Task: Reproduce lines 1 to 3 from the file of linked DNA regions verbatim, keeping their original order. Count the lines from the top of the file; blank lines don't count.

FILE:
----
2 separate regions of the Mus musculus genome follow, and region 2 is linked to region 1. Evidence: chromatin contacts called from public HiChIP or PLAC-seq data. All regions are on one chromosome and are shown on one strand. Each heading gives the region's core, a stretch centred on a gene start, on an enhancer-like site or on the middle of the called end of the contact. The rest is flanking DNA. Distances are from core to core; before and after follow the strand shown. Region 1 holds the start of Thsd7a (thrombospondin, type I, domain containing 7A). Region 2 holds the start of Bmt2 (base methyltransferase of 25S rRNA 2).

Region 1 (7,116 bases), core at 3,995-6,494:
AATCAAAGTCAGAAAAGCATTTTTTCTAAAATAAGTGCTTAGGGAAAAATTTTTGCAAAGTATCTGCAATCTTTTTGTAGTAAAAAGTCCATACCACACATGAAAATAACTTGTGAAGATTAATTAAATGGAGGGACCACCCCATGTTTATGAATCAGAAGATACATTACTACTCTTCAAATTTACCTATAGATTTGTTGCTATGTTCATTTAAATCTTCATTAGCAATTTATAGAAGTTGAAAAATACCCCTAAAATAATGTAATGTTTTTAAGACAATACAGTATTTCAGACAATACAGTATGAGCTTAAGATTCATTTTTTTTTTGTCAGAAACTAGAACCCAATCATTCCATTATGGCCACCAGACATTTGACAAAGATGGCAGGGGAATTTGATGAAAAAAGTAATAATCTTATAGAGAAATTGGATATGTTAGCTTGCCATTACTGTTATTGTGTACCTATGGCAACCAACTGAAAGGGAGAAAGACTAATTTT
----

2 separate regions of the Mus musculus genome follow, and region 2 is linked to region 1. Evidence: chromatin contacts called from public HiChIP or PLAC-seq data. All regions are on one chromosome and are shown on one strand. Each heading gives the region's core, a stretch centred on a gene start, on an enhancer-like site or on the middle of the called end of the contact. The rest is flanking DNA. Distances are from core to core; before and after follow the strand shown. Region 1 holds the start of Thsd7a (thrombospondin, type I, domain containing 7A). Region 2 holds the start of Bmt2 (base methyltransferase of 25S rRNA 2).

Region 1 (7,116 bases), core at 3,995-6,494:
AATCAAAGTCAGAAAAGCATTTTTTCTAAAATAAGTGCTTAGGGAAAAATTTTTGCAAAGTATCTGCAATCTTTTTGTAGTAAAAAGTCCATACCACACATGAAAATAACTTGTGAAGATTAATTAAATGGAGGGACCACCCCATGTTTATGAATCAGAAGATACATTACTACTCTTCAAATTTACCTATAGATTTGTTGCTATGTTCATTTAAATCTTCATTAGCAATTTATAGAAGTTGAAAAATACCCCTAAAATAATGTAATGTTTTTAAGACAATACAGTATTTCAGACAATACAGTATGAGCTTAAGATTCATTTTTTTTTTGTCAGAAACTAGAACCCAATCATTCCATTATGGCCACCAGACATTTGACAAAGATGGCAGGGGAATTTGATGAAAAAAGTAATAATCTTATAGAGAAATTGGATATGTTAGCTTGCCATTACTGTTATTGTGTACCTATGGCAACCAACTGAAAGGGAGAAAGACTAATTTT